Learning Curve

25Oct05

“The concept of the learning curve was introduced to the aircraft industry in 1936 when T. P. Wright published an article in the February 1936 Journal of the Aeronautical Science. Wright described a basic theory for obtaining cost estimates based on repetitive production of airplane assemblies. Since then, learning curves (also known as progress functions) have been applied to all types of work from simple tasks to complex jobs like manufacturing a Space Shuttle.

The theory of learning is simple. It is recognized that repetition of the same operation results in less time or effort expended on that operation. For the Wright learning curve, the underlying hypothesis is that the direct labor man-hours necessary to complete a unit of production will decrease by a constant percentage each time the production quantity is doubled. If the rate of improvement is 20% between doubled quantities, then the learning percent would be 80% (100-20=80).”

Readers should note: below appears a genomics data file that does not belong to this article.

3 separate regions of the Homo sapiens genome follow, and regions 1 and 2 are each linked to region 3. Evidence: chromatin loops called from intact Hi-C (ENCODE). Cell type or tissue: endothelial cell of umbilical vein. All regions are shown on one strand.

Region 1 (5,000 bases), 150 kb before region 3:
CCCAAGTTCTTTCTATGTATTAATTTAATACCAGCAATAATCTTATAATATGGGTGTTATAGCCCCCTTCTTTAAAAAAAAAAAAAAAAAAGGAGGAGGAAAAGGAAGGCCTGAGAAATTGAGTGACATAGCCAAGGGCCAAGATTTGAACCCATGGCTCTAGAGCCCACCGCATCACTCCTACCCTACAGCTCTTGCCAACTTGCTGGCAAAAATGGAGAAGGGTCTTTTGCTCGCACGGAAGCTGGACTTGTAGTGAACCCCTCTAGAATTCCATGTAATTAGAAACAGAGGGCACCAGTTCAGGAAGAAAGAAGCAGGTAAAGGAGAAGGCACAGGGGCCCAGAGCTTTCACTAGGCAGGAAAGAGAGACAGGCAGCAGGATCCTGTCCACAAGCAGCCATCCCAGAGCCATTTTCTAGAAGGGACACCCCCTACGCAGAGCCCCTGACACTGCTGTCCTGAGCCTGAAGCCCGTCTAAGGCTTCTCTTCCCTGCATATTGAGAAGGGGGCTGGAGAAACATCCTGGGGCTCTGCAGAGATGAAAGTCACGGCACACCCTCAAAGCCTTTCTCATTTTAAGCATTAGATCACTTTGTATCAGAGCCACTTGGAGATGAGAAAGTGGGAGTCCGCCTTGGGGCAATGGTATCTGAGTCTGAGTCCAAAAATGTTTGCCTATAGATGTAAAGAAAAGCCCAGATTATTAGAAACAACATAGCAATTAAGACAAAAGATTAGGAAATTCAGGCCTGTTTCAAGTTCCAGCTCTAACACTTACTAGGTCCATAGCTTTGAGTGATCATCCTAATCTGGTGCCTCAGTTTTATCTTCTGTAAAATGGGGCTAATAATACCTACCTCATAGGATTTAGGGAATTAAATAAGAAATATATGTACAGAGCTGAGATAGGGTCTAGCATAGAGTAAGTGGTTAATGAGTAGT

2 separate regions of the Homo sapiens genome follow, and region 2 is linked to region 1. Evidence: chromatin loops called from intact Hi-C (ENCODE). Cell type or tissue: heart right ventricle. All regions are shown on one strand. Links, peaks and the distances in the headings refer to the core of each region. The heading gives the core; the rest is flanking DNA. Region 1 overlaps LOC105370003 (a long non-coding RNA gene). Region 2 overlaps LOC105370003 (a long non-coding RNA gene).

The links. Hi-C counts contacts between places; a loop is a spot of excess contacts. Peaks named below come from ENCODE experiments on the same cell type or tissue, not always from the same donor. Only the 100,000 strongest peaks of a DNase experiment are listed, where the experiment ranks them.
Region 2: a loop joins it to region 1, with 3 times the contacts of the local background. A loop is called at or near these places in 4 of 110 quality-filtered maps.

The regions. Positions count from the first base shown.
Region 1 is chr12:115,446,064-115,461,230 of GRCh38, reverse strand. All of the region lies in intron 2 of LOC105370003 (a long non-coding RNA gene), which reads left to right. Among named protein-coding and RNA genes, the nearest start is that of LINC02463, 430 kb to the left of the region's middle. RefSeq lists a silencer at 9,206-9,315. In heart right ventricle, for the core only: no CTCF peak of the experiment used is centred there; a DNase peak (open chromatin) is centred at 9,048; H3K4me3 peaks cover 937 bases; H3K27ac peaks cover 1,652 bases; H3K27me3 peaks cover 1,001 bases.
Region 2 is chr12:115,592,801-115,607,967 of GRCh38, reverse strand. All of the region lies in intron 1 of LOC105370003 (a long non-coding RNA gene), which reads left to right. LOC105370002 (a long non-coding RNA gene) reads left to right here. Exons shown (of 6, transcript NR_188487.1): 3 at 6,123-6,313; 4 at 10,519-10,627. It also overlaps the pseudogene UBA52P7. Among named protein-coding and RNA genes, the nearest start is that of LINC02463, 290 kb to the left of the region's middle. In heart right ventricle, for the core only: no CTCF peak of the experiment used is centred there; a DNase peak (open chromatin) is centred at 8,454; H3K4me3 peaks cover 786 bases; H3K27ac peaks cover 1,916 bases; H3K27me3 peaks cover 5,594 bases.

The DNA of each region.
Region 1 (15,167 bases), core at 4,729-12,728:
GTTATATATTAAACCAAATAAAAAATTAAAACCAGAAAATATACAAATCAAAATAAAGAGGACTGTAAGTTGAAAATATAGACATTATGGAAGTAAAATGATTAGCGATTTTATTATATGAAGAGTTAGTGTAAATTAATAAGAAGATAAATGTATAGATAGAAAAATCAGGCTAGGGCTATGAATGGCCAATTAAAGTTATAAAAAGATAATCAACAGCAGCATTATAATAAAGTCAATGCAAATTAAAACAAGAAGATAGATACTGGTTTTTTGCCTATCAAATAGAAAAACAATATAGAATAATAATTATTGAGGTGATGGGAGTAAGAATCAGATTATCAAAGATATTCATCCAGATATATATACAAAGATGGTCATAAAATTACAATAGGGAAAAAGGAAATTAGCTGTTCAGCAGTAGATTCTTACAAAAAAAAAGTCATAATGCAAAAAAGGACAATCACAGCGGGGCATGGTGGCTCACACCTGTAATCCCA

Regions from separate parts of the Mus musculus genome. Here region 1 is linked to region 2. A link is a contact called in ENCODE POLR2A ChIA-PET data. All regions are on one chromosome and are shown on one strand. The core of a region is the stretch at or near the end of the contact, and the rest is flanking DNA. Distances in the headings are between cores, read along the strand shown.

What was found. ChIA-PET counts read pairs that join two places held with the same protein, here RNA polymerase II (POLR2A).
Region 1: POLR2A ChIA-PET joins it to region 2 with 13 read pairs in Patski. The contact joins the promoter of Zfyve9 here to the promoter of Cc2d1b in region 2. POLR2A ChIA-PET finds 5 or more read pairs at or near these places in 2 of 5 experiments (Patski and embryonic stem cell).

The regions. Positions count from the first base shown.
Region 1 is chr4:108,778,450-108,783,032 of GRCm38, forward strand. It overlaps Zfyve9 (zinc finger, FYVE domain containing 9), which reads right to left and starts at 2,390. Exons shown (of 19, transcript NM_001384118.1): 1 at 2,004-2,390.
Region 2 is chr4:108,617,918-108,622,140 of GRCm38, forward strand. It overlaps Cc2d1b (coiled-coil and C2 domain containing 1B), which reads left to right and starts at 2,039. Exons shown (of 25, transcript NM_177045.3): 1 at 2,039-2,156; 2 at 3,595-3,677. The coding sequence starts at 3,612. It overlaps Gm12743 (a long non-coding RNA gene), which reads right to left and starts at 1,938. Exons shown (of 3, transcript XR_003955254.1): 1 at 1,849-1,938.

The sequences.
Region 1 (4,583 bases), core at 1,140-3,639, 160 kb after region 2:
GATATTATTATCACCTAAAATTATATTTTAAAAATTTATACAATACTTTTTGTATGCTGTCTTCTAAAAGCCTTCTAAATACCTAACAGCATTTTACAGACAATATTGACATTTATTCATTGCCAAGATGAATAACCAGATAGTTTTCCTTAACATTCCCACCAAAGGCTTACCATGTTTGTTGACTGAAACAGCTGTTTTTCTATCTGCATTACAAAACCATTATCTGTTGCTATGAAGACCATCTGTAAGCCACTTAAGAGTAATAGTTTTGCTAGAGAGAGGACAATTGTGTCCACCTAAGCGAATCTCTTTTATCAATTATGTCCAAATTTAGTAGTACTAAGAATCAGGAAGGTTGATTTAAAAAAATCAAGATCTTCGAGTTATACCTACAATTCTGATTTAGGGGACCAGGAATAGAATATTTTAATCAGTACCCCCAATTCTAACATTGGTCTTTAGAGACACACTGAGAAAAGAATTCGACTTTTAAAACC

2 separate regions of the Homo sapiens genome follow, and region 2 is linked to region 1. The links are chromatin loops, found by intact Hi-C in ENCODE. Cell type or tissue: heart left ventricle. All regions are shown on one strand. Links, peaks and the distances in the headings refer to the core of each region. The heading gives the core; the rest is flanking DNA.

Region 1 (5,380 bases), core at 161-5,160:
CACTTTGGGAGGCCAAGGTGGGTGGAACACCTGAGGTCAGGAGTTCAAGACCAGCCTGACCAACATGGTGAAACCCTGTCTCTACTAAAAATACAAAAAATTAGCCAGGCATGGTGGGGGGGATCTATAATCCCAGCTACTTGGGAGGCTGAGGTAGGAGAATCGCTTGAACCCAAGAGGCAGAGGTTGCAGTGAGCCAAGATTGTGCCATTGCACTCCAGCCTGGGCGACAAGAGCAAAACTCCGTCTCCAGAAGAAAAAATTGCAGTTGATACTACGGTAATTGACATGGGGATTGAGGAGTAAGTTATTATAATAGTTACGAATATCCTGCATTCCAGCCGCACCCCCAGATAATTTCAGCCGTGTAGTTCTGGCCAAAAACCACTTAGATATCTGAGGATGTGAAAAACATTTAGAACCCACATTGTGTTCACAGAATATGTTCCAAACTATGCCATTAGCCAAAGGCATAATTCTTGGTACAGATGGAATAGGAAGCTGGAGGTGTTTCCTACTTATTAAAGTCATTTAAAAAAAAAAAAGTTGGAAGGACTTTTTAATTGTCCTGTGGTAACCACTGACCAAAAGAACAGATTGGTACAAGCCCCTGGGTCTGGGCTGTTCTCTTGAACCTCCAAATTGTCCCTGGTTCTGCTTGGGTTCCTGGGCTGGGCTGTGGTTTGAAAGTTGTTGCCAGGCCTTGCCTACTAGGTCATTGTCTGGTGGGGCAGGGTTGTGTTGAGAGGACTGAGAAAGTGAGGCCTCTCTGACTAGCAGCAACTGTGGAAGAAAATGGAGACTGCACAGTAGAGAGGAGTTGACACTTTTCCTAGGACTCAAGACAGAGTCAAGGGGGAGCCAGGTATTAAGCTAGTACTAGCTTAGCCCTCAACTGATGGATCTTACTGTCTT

Hum… that’s interesting… Basically, I’m feeling particularly steep in the learning curve this morning. Hanging on the side of a sheer cliff looking up dauntingly. Learning leadership. Learning computer networking. Learning IT. Learning, learning, learning, learning….

so much.

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